Lynda R Young said...

This is probably one of the best explanations of theme I've read.

Laura Pauling said...

I have to say it took me a while to understand theme. But I started to get it when breaking down books for structure according to Save the Cat. And I noticed that well done theme meant the difference between a good book and a great book.

Awesome explanation!

Valerie Hartman said...

Awesome analogy, kudos for going healthy this morning!

I have identified themes both ways - planned in advance and discovered along the way. Sometimes my "plan in advance" comes off a little heavy handed. "Discover along the way" and then beef up in revisions keeps me surprised and learning from my own work - sometimes I even feel clever with myself! Other times, not so much.

In my grad school courses, the professors teach ART as content and context. Content is the salad, the obvious parts. Context relates it to humanity and gives the reader something to relate to (hence, theme!) and process for themselves. You need both to give your work dimension, depth and for me, an A.

jabblog said...

Great analogy and a fresh way to analyse writing. More and more I find myself unconsciously analysing as I read.

Connie B. Dowell said...

I love the analogy!
I notice that once I've figured out what the theme is, I find all kinds of ways to weave it into the details of the story.

Susanna Leonard Hill said...

Excellent discussion of theme, Peggy, thank you!

Ansha Kotyk said...

Thanks for the great post Peggy. I'm having issues with theme in my current wip. This definitely helps. Or maybe I need to take a shower. ;)

Angela Cothran said...

Perfectly explained! I've read a few books lately that are all theme and no real plot. I really struggle with that. I need characters doing something to get me interested in the theme.

TerryLynnJohnson said...

You are awesome! Thanks for taking the time to spell this out!

Maggie said...

What a lot of comments on this post! And I see why, theme as salad dressing is the perfect analogy. Thanks for your take on this topic!

Peggy Eddleman said...

Kelly P-- Thanks! And yes- I'm totally craving salad now, too.

S.P.-- I LOVE when that happens! Then all you have to do is weave it through a few more places, and find the areas where the theme can strengthen the scene. So fun!

Kimberlee-- Ha! I love the way you explain it! Yes. Exactly that.

Krista-- Awww! You're so sweet!

Z-- I think you're right. It's there, covering everything, or it's there on the side, but always there. :)

Tara-- Yep, Tara, I'm here to make you work. ;) I'm gonna take a leap and say that if you chose that theme for your book, it's a theme in your life, too. I think you'll be okay. :D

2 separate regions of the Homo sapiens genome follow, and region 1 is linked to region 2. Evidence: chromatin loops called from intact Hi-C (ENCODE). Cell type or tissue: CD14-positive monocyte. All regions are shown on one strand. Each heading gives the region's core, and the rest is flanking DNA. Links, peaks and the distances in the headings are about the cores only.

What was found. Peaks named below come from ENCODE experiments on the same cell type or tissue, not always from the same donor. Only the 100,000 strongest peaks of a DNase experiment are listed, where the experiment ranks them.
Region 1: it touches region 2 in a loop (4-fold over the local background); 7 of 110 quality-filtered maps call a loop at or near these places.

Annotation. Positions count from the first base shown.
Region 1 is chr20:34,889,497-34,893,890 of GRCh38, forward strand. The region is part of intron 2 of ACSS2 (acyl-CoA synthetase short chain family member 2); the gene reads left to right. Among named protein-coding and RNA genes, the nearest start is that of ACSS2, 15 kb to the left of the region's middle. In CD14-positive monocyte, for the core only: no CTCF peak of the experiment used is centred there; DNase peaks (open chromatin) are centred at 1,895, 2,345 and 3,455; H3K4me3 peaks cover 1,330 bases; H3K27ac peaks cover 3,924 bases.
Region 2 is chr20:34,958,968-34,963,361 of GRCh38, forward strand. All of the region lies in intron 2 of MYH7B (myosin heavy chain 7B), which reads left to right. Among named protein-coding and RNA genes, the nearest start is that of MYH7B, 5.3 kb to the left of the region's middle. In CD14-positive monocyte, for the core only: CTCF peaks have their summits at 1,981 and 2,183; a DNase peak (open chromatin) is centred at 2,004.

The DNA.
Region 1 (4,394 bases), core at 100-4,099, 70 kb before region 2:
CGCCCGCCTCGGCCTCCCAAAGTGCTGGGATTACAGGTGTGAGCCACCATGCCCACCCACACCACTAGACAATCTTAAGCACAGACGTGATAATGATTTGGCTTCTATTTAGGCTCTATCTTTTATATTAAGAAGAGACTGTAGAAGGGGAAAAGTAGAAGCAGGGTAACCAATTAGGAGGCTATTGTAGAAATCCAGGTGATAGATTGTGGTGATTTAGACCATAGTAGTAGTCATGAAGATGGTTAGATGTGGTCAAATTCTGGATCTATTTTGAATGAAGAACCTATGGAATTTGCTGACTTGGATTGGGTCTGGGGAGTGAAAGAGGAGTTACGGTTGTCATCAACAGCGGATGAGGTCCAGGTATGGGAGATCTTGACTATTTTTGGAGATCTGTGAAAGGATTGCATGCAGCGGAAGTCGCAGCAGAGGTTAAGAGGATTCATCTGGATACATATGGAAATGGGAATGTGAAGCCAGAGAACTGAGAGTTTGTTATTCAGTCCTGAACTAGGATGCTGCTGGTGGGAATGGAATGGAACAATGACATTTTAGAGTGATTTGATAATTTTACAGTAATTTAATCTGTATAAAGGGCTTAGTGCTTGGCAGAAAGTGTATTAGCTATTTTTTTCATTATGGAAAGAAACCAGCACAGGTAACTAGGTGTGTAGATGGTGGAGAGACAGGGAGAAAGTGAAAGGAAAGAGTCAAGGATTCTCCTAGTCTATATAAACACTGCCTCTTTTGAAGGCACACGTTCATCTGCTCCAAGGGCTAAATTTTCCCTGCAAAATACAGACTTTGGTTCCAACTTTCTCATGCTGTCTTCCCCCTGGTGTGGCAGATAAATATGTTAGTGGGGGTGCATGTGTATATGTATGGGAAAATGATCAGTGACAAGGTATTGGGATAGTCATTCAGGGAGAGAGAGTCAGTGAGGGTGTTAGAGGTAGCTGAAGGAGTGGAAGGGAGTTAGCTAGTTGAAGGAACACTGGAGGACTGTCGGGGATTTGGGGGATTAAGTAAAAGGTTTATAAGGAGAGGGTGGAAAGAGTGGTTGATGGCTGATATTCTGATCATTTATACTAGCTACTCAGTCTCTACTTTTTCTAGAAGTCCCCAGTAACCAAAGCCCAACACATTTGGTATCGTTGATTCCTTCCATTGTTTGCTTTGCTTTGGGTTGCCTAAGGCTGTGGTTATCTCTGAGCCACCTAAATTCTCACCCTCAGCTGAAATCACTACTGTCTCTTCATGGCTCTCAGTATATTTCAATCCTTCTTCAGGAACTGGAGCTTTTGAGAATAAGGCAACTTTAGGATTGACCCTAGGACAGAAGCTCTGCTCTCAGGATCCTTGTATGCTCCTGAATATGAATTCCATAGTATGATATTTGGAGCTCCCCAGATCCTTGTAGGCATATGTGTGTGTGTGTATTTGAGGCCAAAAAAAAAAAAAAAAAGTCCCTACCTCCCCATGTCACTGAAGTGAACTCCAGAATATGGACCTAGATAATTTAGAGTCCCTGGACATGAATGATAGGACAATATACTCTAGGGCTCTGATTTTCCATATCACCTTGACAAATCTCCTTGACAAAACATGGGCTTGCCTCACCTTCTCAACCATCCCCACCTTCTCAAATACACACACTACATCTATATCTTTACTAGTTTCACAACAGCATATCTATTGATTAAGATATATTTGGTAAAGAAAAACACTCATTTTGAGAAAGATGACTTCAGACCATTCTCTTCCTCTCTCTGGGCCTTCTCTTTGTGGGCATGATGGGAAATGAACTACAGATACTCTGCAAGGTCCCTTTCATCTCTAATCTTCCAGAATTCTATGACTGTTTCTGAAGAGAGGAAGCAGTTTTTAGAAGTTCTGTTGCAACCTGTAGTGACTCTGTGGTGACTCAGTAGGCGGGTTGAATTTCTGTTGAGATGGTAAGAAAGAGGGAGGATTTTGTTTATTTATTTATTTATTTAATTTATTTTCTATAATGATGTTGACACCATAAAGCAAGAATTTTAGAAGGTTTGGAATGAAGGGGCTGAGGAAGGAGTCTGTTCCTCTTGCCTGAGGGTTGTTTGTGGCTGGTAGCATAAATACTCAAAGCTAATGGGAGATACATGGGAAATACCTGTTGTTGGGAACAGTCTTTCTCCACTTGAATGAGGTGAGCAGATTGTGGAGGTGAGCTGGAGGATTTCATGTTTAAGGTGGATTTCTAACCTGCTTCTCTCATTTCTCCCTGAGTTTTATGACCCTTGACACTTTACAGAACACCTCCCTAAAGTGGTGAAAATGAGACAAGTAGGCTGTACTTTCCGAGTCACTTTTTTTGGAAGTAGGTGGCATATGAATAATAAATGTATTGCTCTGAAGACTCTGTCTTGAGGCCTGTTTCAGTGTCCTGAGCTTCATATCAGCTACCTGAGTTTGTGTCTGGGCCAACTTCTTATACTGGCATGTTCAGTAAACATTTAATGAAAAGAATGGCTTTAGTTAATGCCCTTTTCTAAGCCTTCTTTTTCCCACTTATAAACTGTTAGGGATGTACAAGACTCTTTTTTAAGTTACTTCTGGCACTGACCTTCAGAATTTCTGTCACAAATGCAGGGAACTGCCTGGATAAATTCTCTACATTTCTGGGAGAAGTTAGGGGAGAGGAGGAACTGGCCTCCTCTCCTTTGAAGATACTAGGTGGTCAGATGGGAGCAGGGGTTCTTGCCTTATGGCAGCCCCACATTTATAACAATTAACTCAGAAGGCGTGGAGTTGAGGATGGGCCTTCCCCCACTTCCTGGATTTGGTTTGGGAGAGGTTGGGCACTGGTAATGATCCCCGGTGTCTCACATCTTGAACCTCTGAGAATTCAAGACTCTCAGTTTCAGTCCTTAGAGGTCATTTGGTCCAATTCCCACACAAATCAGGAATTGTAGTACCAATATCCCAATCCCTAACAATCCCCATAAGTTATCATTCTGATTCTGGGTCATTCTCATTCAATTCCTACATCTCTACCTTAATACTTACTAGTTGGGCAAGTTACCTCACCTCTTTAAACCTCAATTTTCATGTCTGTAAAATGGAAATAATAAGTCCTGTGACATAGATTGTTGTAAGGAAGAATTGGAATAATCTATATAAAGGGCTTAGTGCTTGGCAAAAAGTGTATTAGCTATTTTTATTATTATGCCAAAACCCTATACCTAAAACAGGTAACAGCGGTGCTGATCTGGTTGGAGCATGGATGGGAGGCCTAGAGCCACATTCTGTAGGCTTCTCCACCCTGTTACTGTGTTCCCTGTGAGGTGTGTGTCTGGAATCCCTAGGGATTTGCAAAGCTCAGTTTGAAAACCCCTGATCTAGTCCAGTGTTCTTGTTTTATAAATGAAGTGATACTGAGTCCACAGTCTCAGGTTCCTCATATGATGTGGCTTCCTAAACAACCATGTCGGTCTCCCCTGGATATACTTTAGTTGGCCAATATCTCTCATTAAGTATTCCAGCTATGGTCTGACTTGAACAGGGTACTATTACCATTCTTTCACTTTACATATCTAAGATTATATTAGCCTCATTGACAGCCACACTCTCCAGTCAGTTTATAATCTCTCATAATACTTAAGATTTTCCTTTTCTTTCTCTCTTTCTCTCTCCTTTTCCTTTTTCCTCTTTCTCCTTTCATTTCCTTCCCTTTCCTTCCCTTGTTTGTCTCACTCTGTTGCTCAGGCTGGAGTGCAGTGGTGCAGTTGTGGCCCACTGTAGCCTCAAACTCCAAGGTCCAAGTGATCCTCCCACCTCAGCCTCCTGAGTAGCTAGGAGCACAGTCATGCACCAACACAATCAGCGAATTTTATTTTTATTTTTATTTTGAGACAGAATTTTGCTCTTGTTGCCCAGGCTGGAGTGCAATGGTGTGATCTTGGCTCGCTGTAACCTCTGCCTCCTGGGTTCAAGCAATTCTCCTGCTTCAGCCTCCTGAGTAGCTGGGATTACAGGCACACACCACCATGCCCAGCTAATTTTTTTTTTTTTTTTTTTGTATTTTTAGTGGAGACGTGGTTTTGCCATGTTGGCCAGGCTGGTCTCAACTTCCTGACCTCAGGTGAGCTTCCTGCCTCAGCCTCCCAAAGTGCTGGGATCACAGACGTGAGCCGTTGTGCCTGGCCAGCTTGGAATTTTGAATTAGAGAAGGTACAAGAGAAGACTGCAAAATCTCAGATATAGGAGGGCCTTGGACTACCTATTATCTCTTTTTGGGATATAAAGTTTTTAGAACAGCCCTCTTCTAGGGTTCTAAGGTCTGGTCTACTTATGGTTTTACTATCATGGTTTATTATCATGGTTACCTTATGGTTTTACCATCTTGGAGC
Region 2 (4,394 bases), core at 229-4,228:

Annalisa-- Haha! We/you are doomed! Best theme ever.

Cassie-- Wow. Thanks! And slow girl? Psht. Whatev. I bet you can't even stand to walk slow.

Clarissa-- Ooo! Nice! I hope you have tons of success with it!

Erin-- Thanks, Erin!

Jenny-- I LOVE when that happens! It sounds like we might work the same way- plot a lot, but figure out other things as we go.

Jennifer-- I'm glad you stopped by, too! And thank you!

Leigh-- Thanks! And best of luck!!

Talli-- I do, too. It makes everything so much easier! (I say as I'm writing a book where I haven't figured theme out yet...)

Cherie-- Ooo! I like the themes in your book! And as far as other writers- I imagine it happens much the same way as plotting does- some are pantsers and others are plotters. It doesn't matter how you go about discovering the theme, as long as it's there when you're done with revisions. :)

Donna-- Haha! You want to read the super smart HS kids in an alien class story? Hehehe. Awesome. And I had to stick in a romantic element somewhere. :)

Jessie-- Yes. Shower. That's when brilliance shines down on you. (Also: my excuse for taking 30 minute showers.)

Ruth-- Thanks!

Shelly-- Hehehe! Come on. There isn't such a thing as too many themes, right?

The Golden Eagle-- Nice! I'm glad it helped!

Alleged Author-- Thanks!!

Angela-- Hehe! Nothing would make me happier than theme pondering happening every time you eat a salad now. ;)

Michael-- I feel EXACTLY THE SAME WAY.

Jay-- Thanks! And I totally agree about didactic books being a turn-off. Make a reader think, and what they get from it will be so much better!

Imogen-- Awww! That makes me so happy! Best of luck finding your dressing. :)

Kelley-- :D That makes me happy. Also, check out Z's analogy in these comments. She addressed the "salad dressing on the side" thing brilliantly.

Carrie-- What? Too much fun? I have no idea what you're talking about. ;)

Prerna-- Yay! I'm so happy!

Nancy-- I think that's one of the incredible things about theme. I think we really crave them in books, so even if we don't consciously think of it while we're writing, our sub-conscious gives us the base of it anyway.

Laura-- I know! The shower's the best!

Lynda-- Awww! Thank you so much!

Laura-- Ooo! Nice! I love it! And I agree- for a book to be great, it has to be there, fully developed, without being overbearing.

Valerie-- I've discovered them both ways, too. (Actually, I REALLY hope I discover the theme for my WIP soon!!) I laughed out loud at your "You need both to give your work dimension, depth and for me, an A." part. Love it!

Jabblog-- Me, too! Sometimes it makes reading a little less fun, though. :( But so important to improve craft!

Connie-- Yes! That's why I love when I find mine right at the beginning. It can affect so many things!

Susanna-- Thanks! And you're welcome. :)

Ansha-- Yay! I'm glad it helped! And there's really nothing like showering for ideas, is there?

Angela-- I'm right there with you. I need THINGS TO HAPPEN. I'm definitely a plot girl.

TerryLynn-- Thank you! And you're welcome.

Maggie-- Aww! Thanks!

Katie Dodge said...

Brilliant! Love that analogy. :) And showers are a great place to think, aren't they!?

E.D. said...

Great examples throughout! Thank you Peggy - but please bring those cookies back!

Angela Ackerman said...

Really excellent post, Peggy--super helpful to me. :)

Angela